SILive.com: Staten Island’s O.D. Anosike chases NBA dream at summer league
O.D. Anosike arrived in Las Vegas, a city built on the desire to chase a quick windfall, bearing the long view.
There are a lot of guys who fit the profile of the former St. Peter’s star that have gone on to make a pretty good living in the NBA, undrafted free agents whose college teams weren’t exactly regulars on ESPN. But it doesn’t happen instantly. It’s a grind. It takes a couple of tries to make the right impression. It takes some time to keep building your own game up to where it needs to be.
The 2009 Warren Jaques Award winner understands this.
“I’m coming out of Siena, small school, under the radar,” said Anosike. “I’m going to have my work cut out for me.”
So he approached his week with the Denver Nuggets in the NBA Summer League as the first step in a process, not an all-or-nothing shot. The 22-team, 11-day hoops festival in the desert has grown into a significant place on the NBA calendar over the last decade.
It’s where recent draft picks get their first impressions of NBA competition, and where they make them as well. It’s where young players with a year or two in the league come to work on their game a bit. It’s where veterans who have spent a few years on the fringes of the league come looking for jobs.
“It was definitely a step up from the college game,” said Anosike. “The NBA guys are a lot quicker, a lot stronger, a lot faster and a lot smarter. They get paid to do this. This is their life.”
It’s also a place where rookie free agents like Anosike come to do a little bit of everything. Like the veterans, they’re trying to prove they’re worthy of a training camp invite or a roster spot. Like the drafted rookies, they’re adjusting to the NBA level. Like the young pros, they’re trying to get a little better.
“It was an opportunity to see where I fit in,” said Anosike, “to gauge my performance and see what I need to do to get to the next level.”
What he learned is what he expected, that there is work to be done. Anosike seemed all arms and legs when he was leading St. Peter’s to an SIHSL Tournament threepeat, but over the last four years he’s transformed himself into a solid 243-pounder. The muscle, combined with his length and explosiveness, helped make him the nation’s leading rebounder each of the last two seasons at Siena.
But to make it to the NBA, Anosike needs to transform himself once again. At 6-foot-8, Anosike could be a dominant paint presence in the MAAC, and compete just fine even against higher-profile college programs. In the NBA, where even power forwards are stepping out to the three-point line with increasing frequency, he’s going to have to build a perimeter game.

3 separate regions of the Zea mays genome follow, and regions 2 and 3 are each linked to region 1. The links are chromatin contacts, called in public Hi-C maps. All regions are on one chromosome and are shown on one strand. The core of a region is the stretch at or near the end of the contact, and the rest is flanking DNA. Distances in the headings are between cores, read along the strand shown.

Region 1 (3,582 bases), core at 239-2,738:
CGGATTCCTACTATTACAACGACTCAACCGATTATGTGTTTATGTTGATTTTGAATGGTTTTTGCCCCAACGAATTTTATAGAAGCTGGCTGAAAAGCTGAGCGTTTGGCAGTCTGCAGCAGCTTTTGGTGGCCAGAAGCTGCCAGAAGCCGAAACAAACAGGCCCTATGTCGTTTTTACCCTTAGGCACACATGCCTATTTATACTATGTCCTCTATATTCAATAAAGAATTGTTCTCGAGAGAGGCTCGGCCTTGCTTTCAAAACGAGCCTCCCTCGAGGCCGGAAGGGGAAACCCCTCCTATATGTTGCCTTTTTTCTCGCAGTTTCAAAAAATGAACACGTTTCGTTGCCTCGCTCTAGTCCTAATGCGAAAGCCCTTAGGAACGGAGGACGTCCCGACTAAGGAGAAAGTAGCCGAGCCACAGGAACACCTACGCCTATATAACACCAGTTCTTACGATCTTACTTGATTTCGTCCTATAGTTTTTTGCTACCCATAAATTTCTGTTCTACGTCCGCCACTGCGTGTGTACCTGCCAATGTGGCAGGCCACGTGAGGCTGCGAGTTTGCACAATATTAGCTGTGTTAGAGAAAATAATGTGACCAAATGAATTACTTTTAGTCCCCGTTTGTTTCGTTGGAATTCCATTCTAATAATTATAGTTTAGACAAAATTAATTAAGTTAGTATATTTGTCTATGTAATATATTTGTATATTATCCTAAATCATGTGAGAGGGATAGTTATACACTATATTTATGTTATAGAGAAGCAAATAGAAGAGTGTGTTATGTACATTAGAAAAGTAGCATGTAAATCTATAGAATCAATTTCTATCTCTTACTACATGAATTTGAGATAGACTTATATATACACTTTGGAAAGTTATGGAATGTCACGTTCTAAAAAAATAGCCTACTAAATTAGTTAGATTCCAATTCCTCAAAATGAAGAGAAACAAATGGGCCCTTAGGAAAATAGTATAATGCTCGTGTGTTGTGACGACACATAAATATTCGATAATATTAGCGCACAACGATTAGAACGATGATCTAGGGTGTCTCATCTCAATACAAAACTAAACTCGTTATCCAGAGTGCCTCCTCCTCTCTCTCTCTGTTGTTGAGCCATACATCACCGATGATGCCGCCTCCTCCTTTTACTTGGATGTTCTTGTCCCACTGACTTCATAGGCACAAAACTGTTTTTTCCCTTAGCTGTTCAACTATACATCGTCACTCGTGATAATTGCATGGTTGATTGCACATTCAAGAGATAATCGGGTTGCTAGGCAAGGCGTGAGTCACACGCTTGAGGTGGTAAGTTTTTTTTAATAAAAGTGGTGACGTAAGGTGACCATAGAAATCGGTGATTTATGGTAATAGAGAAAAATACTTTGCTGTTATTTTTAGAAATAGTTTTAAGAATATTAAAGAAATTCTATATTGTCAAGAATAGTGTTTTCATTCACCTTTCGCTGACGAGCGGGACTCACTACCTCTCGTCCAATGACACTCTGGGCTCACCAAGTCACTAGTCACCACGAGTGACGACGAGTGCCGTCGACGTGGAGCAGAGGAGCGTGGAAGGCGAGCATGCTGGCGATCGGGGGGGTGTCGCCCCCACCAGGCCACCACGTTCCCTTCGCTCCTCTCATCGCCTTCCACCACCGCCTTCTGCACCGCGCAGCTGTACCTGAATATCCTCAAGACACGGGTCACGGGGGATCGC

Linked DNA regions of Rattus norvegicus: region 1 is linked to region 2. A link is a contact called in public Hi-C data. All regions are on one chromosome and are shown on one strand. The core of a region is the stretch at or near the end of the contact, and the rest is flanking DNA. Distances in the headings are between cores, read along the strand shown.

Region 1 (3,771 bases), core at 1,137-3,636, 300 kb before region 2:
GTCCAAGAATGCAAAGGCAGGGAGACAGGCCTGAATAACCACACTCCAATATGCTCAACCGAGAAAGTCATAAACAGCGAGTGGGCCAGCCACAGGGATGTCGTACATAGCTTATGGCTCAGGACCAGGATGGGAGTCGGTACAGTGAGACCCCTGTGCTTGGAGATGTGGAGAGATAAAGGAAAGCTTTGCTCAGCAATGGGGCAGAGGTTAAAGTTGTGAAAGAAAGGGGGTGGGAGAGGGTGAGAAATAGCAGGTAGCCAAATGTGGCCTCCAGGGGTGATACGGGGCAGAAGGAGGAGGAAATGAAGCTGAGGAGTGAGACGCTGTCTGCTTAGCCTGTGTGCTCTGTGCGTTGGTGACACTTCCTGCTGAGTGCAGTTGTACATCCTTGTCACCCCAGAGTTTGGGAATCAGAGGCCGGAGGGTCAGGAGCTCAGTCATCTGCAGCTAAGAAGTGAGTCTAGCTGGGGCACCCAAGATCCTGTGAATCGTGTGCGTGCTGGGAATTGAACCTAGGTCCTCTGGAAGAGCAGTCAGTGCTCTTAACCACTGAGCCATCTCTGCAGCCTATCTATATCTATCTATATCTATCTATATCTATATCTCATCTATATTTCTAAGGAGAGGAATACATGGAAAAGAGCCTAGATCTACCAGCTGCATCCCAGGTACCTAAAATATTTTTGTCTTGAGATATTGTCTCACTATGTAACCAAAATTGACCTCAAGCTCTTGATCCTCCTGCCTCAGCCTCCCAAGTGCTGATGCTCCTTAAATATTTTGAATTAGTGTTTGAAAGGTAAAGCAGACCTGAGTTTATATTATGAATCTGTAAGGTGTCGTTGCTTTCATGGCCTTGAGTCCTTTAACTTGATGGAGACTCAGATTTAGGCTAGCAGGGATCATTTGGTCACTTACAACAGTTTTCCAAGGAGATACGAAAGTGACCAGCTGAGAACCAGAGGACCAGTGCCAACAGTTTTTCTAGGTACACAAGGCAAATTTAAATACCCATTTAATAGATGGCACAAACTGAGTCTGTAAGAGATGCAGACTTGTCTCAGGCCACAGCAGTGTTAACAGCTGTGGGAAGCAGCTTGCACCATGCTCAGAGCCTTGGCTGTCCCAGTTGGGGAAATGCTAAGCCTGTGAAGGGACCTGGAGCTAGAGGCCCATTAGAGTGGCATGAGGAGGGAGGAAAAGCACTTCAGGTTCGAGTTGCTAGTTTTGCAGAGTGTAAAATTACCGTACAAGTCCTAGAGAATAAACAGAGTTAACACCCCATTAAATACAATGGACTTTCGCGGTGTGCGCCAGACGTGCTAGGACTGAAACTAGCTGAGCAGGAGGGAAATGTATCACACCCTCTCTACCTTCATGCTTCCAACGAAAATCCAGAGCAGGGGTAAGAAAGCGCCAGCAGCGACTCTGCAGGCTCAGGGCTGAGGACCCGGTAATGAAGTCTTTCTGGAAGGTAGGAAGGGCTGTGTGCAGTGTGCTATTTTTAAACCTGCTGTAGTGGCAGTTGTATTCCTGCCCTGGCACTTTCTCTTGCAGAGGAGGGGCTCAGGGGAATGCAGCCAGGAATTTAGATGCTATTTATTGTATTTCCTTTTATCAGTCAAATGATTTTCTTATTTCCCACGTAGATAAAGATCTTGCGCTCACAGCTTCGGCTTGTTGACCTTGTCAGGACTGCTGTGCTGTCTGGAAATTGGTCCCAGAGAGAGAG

“I think offensively I need to grow my skill set a little bit,” said Anosike. “I need to be able to shoot the perimeter jump shot a little better. Once I get a little stronger, a little more confident, I think I can be a role player in the NBA.”
It’s something that will take time, Anosike figures.
Since finishing his career at Siena, where he started 95 of the Saints’ 96 games over the past three years and picked up multiple all conference honors, Anosike has been on the move.
He went to France at the end of March with a USA under-22 team to participate in a FIBA tournament. Then it was down to the long-running Portsmouth Invitational in Virginia and a few weeks working out in Washington D.C. and an individual workout with the Boston Celtics prior to the NBA Draft.
After the June 27 draft, Anosike narrowed his Summer League options down to the Nuggets and the Toronto Raptors before choosing Denver. In the league’s new tournament format – it concludes with a championship game Monday – Anosike played six games with the Nuggets, starting two. He wrapped up Friday night with six points and two rebounds against Memphis.
“It was definitely a lot of fun,” said Anosike. “My teammates were a lot of fun. I definitely enjoyed being around an NBA coaching staff and NBA personnel.”
The next step is weighing offers from teams in Europe. The NBA Development League is a place for players a little bit closer to being ready for the NBA, Anosike believes, so he’ll likely play in Israel or Belgium this season.
He’s hoping to make a decision in the next week or two and expects to leave for Europe at the end of the summer. He also expects this won’t be his last taste of the NBA.
“I think I’m about a year or two away from the NBA,” said Anosike. “I have a lot of things to work on. I have a lot of interest overseas that I’m excited about.”